As the series progresses, I hope to be asking all the big questions. What is it about England that makes it so English? Is it perchance connected with England's very Englishness? Or is there something indefinably English about the quest for a definition of what makes England English? Can one separate England from the English? And who are the English, anyway?
Fascinating stuff. This week, we tackle the letter "C". Here goes!
CATS. The English have a peculiar fondness for cats. The estimable Dr Roy Strong has a team of four, all with the most delightful names: The Reverend Wenceslas Muff, Professor Lancelot Whiskers, Archbishop Pompous Twat, and Prebendary Marmaduke Fuckface. The late historian Dr A L Rowse was also a keen cat-fancier, and many experts now believe that some of his later works were not in fact written by him but are the work of three- legged tabby called Jemima.
CHAMPAGNE. The English love their bubbly. The island race puts away 16 million bottles of the stuff every year. From Ascot to Henley, the English summer explodes to the sound of popping corks. And the future looks rosy for champers. For this summer's wedding of HRH Prince Edward and his English Rose Sophie, the public has already upped its order to a further three bottles, and the Royal Family is itself splashing out on a case (on a sale or return basis).
CHEESE. Nothing beats a healthy slab of good old English cheese. A nice bit of Cheddar or a chunky slice of Wensleydale? The choice is yours. Generations of English householders have also discovered good old English cheese can come in exceedingly handy around the house - grouting the pantry tiles with a good slab of Wensleydale is a uniquely English pastime - as well lend the place a lovely lived-in aroma. Many people imagine that Camembert is a traditional English cheese. But they are wrong: its origins are French.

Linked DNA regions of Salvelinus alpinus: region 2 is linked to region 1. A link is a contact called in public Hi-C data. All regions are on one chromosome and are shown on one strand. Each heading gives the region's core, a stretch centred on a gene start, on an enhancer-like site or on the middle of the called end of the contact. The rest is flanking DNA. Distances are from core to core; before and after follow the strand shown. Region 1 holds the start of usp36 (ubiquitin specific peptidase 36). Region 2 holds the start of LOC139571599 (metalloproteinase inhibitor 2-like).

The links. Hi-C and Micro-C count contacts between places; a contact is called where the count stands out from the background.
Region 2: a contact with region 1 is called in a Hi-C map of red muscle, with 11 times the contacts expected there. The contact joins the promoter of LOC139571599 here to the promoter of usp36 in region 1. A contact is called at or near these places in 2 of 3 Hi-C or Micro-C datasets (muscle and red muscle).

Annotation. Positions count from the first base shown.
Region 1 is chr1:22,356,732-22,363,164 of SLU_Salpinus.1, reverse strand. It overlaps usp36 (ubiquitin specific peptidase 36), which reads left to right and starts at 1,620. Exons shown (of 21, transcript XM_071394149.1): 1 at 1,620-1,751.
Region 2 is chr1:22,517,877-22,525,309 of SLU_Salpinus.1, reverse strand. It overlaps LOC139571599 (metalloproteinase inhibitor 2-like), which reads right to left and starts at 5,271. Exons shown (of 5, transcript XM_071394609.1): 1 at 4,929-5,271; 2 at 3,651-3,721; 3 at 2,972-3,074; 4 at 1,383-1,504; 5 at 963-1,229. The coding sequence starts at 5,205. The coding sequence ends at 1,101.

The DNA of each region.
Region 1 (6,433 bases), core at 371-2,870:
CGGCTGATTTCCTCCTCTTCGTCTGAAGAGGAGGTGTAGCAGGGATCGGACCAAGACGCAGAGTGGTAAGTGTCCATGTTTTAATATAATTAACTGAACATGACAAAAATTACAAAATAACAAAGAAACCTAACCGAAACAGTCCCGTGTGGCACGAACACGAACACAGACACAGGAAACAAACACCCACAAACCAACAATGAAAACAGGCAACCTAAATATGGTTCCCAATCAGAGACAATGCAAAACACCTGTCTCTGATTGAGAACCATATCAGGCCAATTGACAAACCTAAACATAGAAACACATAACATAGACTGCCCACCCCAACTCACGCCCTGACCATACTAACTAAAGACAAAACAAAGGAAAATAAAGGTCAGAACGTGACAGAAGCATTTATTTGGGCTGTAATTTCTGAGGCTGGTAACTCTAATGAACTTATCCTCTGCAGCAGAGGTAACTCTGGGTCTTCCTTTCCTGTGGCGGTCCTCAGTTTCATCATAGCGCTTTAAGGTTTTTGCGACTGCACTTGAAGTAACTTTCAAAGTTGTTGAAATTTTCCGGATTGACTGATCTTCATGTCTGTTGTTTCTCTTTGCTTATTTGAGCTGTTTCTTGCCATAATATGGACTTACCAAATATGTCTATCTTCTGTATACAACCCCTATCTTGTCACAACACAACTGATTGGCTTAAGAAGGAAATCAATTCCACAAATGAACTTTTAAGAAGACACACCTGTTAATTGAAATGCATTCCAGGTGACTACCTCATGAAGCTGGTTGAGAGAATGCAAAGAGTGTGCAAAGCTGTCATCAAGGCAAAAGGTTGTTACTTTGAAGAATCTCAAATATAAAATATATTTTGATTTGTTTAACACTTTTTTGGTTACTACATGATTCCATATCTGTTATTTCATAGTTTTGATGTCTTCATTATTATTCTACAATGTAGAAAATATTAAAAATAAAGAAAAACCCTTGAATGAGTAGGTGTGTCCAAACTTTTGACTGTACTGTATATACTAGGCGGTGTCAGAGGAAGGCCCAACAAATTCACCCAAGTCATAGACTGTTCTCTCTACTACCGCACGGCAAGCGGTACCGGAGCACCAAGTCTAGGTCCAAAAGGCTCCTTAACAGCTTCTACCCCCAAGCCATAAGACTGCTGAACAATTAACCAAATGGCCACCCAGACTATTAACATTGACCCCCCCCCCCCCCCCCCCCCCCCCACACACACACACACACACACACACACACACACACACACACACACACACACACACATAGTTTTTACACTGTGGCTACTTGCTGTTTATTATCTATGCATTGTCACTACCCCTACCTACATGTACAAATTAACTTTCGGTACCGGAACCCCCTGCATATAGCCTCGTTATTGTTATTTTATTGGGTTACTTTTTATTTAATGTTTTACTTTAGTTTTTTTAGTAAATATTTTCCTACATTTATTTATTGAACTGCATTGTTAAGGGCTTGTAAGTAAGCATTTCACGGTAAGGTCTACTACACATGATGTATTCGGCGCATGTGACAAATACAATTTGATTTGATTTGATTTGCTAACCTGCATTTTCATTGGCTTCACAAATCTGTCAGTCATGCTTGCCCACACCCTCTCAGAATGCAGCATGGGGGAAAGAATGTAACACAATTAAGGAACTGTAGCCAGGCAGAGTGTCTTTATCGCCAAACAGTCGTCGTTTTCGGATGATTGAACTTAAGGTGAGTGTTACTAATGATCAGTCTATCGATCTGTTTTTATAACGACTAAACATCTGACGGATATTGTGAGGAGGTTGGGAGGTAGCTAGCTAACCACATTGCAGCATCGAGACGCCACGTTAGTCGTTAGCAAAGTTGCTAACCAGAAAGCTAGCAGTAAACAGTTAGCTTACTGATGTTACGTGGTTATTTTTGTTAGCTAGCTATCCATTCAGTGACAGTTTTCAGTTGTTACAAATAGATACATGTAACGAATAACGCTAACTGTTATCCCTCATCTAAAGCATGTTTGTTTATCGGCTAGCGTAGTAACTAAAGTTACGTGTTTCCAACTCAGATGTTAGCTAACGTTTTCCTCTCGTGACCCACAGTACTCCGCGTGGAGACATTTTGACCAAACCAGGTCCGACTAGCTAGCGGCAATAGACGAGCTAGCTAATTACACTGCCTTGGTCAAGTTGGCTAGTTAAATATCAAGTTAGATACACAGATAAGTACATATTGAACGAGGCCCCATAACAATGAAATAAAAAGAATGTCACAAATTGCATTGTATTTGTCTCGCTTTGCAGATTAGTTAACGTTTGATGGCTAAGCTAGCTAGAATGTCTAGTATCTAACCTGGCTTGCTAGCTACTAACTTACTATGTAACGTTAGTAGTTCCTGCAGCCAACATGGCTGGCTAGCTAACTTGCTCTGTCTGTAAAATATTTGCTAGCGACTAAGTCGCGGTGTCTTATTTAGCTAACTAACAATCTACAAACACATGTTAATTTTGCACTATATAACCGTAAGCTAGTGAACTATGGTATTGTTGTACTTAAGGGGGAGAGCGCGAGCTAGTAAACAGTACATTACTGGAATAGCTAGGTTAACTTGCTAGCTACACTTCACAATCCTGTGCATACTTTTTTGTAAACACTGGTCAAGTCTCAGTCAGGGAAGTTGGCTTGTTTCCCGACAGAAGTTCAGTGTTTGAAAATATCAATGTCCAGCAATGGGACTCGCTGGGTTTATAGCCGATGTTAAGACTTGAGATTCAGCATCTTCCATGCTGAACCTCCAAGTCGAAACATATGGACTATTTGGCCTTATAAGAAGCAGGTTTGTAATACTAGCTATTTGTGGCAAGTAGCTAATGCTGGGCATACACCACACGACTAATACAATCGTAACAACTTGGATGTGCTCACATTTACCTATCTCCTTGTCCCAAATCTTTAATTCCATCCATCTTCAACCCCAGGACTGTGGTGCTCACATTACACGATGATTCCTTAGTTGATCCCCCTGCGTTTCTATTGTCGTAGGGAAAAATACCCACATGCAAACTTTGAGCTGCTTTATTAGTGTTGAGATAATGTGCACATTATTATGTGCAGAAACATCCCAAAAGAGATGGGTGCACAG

COTTAGE, THE COUNTRY. What was it that Wordsworth said about the old English country cottage? I forget, but one may rest assured that, if the old scrivener said anything at all, it was indubitably pertinent. The Bard of Avon lived in a cottage, and so too does Delia Smith, though she has added an attractive, "in keeping" sun-lounge with wickerwork furniture, suitable for those spring evenings when the weather makes it a little too chilly to sit out. Leading Outward Bound courses, the Duke of Edinburgh has been known to reach up good naturedly for a handful of thatch while passing a cottage to use as a lighter for his mobile barbecue.
CLASS. These days the English obsession with class is confined to the lower-middle classes. The true English gentleman is able to speak to a duke or dustman; though preferably not both at the same time, or things could become extremely embarrassing.
CLUBS. The Gentleman's Club is the outstanding English contribution to civilisation. Within the portals of the Garrick Club, venerable thespians, such as Widow Twanky and Squire Hardup, rub shoulders with distinguished ecrivistes such as the late Kingsley Amis - still seated in his favourite seat in the corner - and my own good self. The Gentleman's Club is also an excellent place to hold forth (see also Forth, Holding). In White's, the members still devote the evening of every third Tuesday in the month to a discussion of the disgraceful behaviour of the miners under the wretched Mr Gormley, whilst in Boodle's they regularly place bets on the likely outcome of the 1963 general election.
CRICKET. Oh sacred game! There are few pastimes your full-blooded Englishman enjoys more than spending an afternoon at Lord's, bantering with his peers over a couple of pints of best bitter, a ploughman's lunch, a punnet of Cornish ice cream, a plate or two of strawbugs and cream, four packets of cheese and onion, a banana float with thick choccy sauce, a Scotch egg, a pork pie and a bottle or two of halfway-decent claret. Once in a while, someone may score a run, but no true Englishman would ever allow this to distract him from the task in hand.Reuse content